ABOVE: Photography by Reeny Jarro
Murrii Quu Designs offers timeless and fashion-forward pieces for women inspired by everyday beauty. Cheryl Creed, Fashion Designer & Owner of Murrii Quu Designs has refined her own unique styling regarding evening wear for women, and she has developed her label from ideas to realities. I spend a few minutes with Cheryl, who is also one of the designers in MBFF Brisbane’s Next GEN fashion show:
SD: What was the biggest inspiration behind your latest collection? I got inspired from my mother and grandmother, our love of Second-Hand shopping, they would often adding or removing sleeves on blouses, hemming garments to fit. Over the years, I'd collected beautiful dresses that hung in my wardrobe, I'd use them for dress up at family gatherings, taking photos of my family in the hats, gloves, wigs and dresses I'd had.
An opportunity was given to me, following my second walk on the runway (2016) modelling Indigenous fashion at RIFTS Indigenous fashion show, organised my traditional members of Dawul With Aboriginal Corporation, who simply asked if anyone was interested in becoming a designer and wanted to put a collection together for the (2017) fashion show. I put my hand up and said "yes me" and that's where it all began.
With no experience, I invested in a sewing machine and an overlock machine, taught myself to use the machines and began creating designs, I eventually bought on board a professional tailor because I needed quality finish.
SD: What helps you get in the zone when you’re designing?
Am I influenced by the broader trends, well no, but perhaps yes, I like my style to reflect feminine modesty, many styles today encourage women to show a lot of skin, their concept of less is more gives the wrong perception of a woman's personality, I want to bring back the lady, the sophisticated lady, but not have her completely covered, my gowns are tasteful, their off the shoulders look not revealing breasts, there's no plunging backs that show the top of a women's backside, the splits stop at the top of a women's knee instead of up to her groin or waist, so yes I gust I am inspired by current trends but in the opposite direction. My label is all about drawing on the woman's natural or individual beauty, adding drama from my style, while maintaining feminine etiquette.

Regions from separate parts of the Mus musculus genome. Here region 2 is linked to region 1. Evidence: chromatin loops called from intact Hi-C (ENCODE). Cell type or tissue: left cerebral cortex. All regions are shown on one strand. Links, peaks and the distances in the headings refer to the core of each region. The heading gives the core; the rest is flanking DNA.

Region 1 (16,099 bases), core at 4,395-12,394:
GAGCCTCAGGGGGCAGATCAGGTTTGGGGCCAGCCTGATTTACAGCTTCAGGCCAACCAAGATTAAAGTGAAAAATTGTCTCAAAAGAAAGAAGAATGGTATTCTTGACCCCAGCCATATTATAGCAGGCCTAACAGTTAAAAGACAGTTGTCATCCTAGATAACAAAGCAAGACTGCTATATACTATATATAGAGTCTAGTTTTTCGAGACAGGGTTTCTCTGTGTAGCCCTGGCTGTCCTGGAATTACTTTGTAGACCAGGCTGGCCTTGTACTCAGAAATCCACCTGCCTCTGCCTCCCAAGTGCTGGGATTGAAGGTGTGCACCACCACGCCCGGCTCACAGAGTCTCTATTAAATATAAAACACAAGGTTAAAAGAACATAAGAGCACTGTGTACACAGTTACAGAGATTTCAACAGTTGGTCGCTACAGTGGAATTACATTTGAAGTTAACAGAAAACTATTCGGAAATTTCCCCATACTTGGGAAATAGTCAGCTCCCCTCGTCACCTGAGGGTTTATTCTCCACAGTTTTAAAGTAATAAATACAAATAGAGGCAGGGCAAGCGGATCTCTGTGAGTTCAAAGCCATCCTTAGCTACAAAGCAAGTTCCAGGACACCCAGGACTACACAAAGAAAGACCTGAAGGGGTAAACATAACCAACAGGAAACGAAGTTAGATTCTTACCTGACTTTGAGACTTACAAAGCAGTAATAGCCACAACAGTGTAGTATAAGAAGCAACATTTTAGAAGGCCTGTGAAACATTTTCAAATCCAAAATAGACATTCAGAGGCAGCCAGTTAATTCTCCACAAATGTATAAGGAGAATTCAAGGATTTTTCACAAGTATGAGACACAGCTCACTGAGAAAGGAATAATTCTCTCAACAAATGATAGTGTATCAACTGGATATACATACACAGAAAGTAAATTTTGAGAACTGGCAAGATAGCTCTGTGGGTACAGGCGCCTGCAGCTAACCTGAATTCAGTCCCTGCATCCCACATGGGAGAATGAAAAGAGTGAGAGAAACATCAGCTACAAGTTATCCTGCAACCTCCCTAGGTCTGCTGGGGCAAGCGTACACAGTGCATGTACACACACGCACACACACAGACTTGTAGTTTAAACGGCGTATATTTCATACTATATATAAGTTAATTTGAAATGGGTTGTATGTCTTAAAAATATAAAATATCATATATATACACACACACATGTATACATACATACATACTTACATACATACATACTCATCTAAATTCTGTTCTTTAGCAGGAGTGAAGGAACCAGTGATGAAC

SD: When did you first realise you wanted to pursue a career as a designer?
My designs are influenced by the garment I find on my treasure hunt in the Second-Hand shops, I look for quality, vintage fabric and materials, I immediately invision what I can do with it, looking at the seems to see if they can be restichted, pulled apart, I am inspired by the material, I recently fell in love with velvet, I love all the sheer fabrics, and each gown is different, no two gowns are the same, they are exclusive one off gowns, this is something I can give to our women, they are assured that they are purchasing a one off, and won't experience the embarrassment of going to an event and seeing another woman in the same gown, they can never be compared "who wore it better", no woman wants that. But the can feel proud that there is another woman wearing Murrii Quu Designs by Aboriginal Fashion Stylist.
SD: What was your biggest fear when going out and starting your own line?
I was encouraged by a dear friend, mbff advertised on fb for designs to submit an application, my application was accepted with strong support, I was told and I couldn't believe this was happening to me. I had a smile from ear to ear, I wanted to tell the world, I'm sure my family and friends got sick of me talking about it all the time, I was over the moon, it was definitely a goosebumps moment finding out that my label in just under 12 months was going to grace the runway at the Mercedes-Benz Fashion, I wasn't expecting it.
ABOVE: Photography by Pbhstudio
5) How do you want women to feel when wearing your clothes?
I have 8 gowns for the runway, each one is a favourite, because each us different from the other and I really can't pick a favourite, I love them all and I can't wait to see them on the models, so far I've only seen them on a mannequin.
SD: There’s so much pressure for designers to come out with their greatest collection season after season. What advice would you give to young designers just starting out and hoping to make it in the industry?
If I had any advice to give, it would be to don't over think your incapabilities, follow your passion, fight for you dream, keep focused and don't let anyone deter you, struggle is a part of everything, making mistakes is part of learning and perfecting your craft,
I've been questioned and ribbed that my gowns are second hand, and I say no they are not, I incorporate discarded material that this has quality in them, I'm conscience about our planet and the negative impact we are doing to it, my brand is a responsible brand, I'm helping to look after our planet.
I am an Aboriginal woman whose parent and grandparents who were once denied the opportunity to dream, through the my label I'm giving them the opportunity to have that dream by seeing me do what I love, and I'm grateful for all the opportunities given to me to enable me to do just that, it's a bit if an honor to be a part of something more
I'm a woman who walks to the beat of my own drum, I don't follow trends, I don't have a target audience, I creative what I love , my fashion is for women who want something, different, dramatic, exclusive and draws on her individual beauty .
My last words:
"Dream Big Aim High And Touch The Sky."